Finding Inspiration for MS Awareness
We would like to introduce you to the incredible Caroline Kyriakou who inspires us with her dedication to spreading MS awareness and positive attitude! We are grateful to be able to share her amazing story with you:
First let me say how thrilled and honored I am to be featured for the Nancy Davis Foundation. I am so thankful for all Nancy Davis and her foundation do for all of us with MS and the awareness they bring to this disease.
Now, let me introduce myself. My name is Caroline Kyriakou, I am 32, am a lifelong Bostonian and was diagnosed with Multiple Sclerosis in 2006. I certainly have been on a bumpy journey since my diagnosis, but there have been a lot of positive experiences. I have a great support system starting with Abe, my husband, who is the ring leader. My family and friends also are very supportive. For the last 4 years I have participated in Boston’s Walk MS by leading Team Kaliope with Abe, my sister, Annie and friends. (Kaliope is my Greek name for those of you wondering.) I have been involved in awareness projects including the 2010 National MS Society Greater New England chapter’s video for MS Awareness Day and I was on FOX’s Boston morning show in 2009 for World MS Day talking about the MyMSYoga DVD along with yogi, Baron Baptiste. MyMSYoga is a free yoga DVD made especially for people with MS of all progressions that is available through the MS Active Source website. Within the last year I started volunteering for MS Active Source’s mentoring program. I really have enjoyed being a positive influence in people’s lives. I also started two online support groups. One through the 29 Gifts website called “Givers Who Have Multiple Sclerosis.” 29 Gifts is a book written by Cami Walker who has MS and she has started a social media website where “givers” can communicate. The other group I started is on Facebook and is called “Friends Against the MonSter.” Most recently I started blogging for MSRelief.com which has been a lot of fun and I am so glad to be creating awareness for MS. This prompted me to start a Facebook page for myself as a writer. This has become a passion of mine and have done all that I can to spread MS awareness.
When I was first diagnosed, I was scared. I was 26, didn’t know what MS was and had no idea what my life would be like after hearing those 3 powerful words: “You have MS.” After getting over the initial shock, I knew I wanted to start a therapy as soon as possible. I was disappointed that the only therapies available were injectables. My neurologist and I decided on Avonex, a once a week intermusclar injection. I quickly learned I had a fear of needles. I had gotten shots at my doctor’s office before and have a few tattoos, but this was different. I already knew there was no way I could inject myself so Abe volunteered. At first, it wasn’t easy. Right when Abe would get to the “1” in the countdown I requested before the injection, I would swat my hand at him that I wasn’t ready and needed more time. He told me I had to get the shot, so I might as well get it over with. It sounded reasonable, but fear over took my body. I don’t know how long it took, but eventually I had the shot. Quite a few weeks were like this. My doctor prescribed something to help me relax and I started to have a glass of wine, neither of which helped that much. Eventually I learned of a prescription numbing cream called Emla. The cream made all the difference in the world! Once I started using the cream, my weekly shot became so much more bearable!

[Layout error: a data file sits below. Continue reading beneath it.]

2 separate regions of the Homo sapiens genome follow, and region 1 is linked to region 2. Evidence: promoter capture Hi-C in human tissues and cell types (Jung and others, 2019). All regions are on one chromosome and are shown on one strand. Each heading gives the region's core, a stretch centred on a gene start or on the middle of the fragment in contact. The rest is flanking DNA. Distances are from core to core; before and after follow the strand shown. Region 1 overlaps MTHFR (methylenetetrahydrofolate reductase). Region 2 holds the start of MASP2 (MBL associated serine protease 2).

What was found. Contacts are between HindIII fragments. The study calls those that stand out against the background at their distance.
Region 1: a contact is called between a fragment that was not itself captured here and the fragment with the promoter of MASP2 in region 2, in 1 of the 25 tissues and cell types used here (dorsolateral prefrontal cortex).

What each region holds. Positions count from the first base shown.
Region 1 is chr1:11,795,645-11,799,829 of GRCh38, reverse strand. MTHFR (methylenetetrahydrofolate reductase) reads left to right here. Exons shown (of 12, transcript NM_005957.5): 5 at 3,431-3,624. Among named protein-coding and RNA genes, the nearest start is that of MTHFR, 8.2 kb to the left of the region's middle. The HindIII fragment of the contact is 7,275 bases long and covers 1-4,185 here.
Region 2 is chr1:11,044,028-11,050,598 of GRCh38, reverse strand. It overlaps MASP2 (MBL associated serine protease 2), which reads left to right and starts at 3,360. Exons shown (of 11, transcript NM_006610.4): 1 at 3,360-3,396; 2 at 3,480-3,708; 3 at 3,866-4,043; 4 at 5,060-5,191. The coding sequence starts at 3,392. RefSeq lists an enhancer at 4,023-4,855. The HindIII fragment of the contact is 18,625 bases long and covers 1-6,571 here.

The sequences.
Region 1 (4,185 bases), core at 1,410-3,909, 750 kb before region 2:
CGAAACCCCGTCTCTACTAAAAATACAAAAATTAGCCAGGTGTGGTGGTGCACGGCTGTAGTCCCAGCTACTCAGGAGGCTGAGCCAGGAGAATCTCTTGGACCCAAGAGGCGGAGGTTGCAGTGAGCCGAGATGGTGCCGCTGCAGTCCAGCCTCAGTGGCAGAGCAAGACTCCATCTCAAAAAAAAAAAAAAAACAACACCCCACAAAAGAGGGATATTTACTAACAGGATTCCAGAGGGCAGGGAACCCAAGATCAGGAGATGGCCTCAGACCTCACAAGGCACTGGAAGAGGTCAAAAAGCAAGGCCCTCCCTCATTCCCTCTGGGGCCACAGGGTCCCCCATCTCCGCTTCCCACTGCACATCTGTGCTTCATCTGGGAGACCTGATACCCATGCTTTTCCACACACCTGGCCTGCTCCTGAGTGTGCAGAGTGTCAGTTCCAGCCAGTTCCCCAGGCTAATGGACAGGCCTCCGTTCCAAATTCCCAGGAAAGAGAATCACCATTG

I switched my MS therapy to Tysabri in 2008. I had been on Avonex for a year and a half and finally had found somewhat of a routine with the weekly shots. After getting MRI results, my neurologist informed me that Avonex was no longer working for me. I had a couple options, the ones I was considering were Copaxone, a daily injection or Tysabri, a monthly infusion. I was fairly certain that I would go with Tysabri, just because of my needle phobia. I really couldn’t see myself getting a shot every day. Also, I didn’t want to have to depend on Abe or anyone else for them as I knew I wouldn’t be able to give myself the injections.
I was a little nervous about starting on Tysabri because of PML, a rare brain infection that can leave you in vegetative state or be fatal. My neurologist informed me that I would be closely monitored. I felt comfortable with the decision to start Tysabri and scheduled my first infusion. I have now been on Tysabri for over 4 years. I am so thankful I made this choice. Within the last few years there has been a blood test that can detect if you have been exposed to the JC Virus, which puts you at risk for PML. The last two years I have tested negative. For me, Tysabri has worked so well. Not only is my quality of life been better because I no longer have to worry about shots (as soon as the shot was over, I started having anxiety about the next shot) but I haven’t had a relapse since my first infusion!
MS has led me to some really positive things in my life, friends being at the top of the list. Without MS I never would have met a whole circle of friends, some with MS and some without, that I cherish. MS has also reinforced my appreciation of life. As much as MS sucks, it is a very livable disease and I intend to live my life to the fullest! “I may have MS, but MS doesn’t have me” is quote I will never get tired of hearing. They are definitely words I try to live by!